Fluid ejection devices may find uses in a variety of different technologies. For example, some printing devices, such as printers, copiers and fax machines, print by ejecting tiny droplets of a fluid from an array of fluid ejection mechanisms onto a printing medium. The fluid ejection mechanisms are typically formed on a fluid ejection die mounted to a carrier that is movably coupled to the body of the printing device. Careful control of the individual fluid ejection mechanisms, the movement of the die across the printing medium, and the movement of the medium through the device allow a desired image to be formed on the medium.
The combination of the fluid ejection die and the carrier may be referred to as a “fluid ejection head.” One type of fluid ejection device, commonly referred to as a wide-array fluid ejection device, includes a fluid ejection head having a plurality of fluid ejection dies mounted on a single carrier. This allows the wide array fluid ejection device to eject more fluid droplets per unit time compared to a single-die fluid ejection head, and thus helps to increase printing speeds.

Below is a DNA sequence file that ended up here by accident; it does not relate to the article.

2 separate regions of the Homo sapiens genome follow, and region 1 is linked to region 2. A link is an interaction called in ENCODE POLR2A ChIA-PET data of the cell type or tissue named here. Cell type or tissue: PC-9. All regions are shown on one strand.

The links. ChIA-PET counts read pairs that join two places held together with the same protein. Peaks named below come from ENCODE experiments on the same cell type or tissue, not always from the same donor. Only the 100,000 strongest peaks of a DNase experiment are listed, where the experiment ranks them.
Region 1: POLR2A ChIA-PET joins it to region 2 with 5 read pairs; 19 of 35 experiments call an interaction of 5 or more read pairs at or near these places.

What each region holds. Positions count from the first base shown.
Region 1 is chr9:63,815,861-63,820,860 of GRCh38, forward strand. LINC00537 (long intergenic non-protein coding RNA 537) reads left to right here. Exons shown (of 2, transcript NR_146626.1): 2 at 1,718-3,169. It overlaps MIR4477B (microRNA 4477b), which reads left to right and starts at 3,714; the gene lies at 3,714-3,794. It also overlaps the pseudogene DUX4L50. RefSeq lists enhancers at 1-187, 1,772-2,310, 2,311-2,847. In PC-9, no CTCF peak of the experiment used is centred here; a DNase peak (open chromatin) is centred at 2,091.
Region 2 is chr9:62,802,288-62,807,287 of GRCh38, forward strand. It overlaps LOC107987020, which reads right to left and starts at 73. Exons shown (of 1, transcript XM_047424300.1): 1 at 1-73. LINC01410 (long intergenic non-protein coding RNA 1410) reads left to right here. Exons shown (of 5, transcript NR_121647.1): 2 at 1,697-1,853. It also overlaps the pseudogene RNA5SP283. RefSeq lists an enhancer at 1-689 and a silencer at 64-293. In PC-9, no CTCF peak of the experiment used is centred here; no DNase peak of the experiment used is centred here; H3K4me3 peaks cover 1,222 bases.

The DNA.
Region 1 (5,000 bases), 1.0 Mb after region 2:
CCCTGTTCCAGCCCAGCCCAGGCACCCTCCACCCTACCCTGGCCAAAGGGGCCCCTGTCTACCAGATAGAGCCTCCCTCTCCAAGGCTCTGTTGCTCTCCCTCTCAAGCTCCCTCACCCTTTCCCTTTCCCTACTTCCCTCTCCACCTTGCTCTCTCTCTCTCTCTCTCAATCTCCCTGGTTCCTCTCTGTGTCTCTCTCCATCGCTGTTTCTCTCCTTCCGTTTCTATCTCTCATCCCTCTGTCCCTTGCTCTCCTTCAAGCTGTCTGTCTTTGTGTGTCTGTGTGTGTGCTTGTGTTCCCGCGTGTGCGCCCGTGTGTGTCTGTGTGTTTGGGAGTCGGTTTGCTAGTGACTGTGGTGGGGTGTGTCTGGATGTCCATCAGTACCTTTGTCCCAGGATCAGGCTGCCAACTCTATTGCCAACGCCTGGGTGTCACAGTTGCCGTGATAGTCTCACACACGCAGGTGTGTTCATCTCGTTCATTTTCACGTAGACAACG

Many fluid ejection devices employ a servicing station to periodically wipe (or otherwise clean) the fluid ejection head of any fluid residues. Servicing stations typically include a flexible wiper that is wiped across the surface of the printhead on which the orifices are located, thereby pushing any residual fluid away from the orifices and helping to prevent contamination of the orifices with the residues. However, the fluid ejection dies of some fluid ejection devices may stand proud of the surface of the carrier. Where the upper surfaces of the die and the carrier are not level, the wiper may miss some ink residues adjacent where the carrier and die meet. Moreover, the die and the carrier are often made of semiconductor and/or ceramic materials, and thus may have rough edges and/or surfaces capable of damaging the wiper.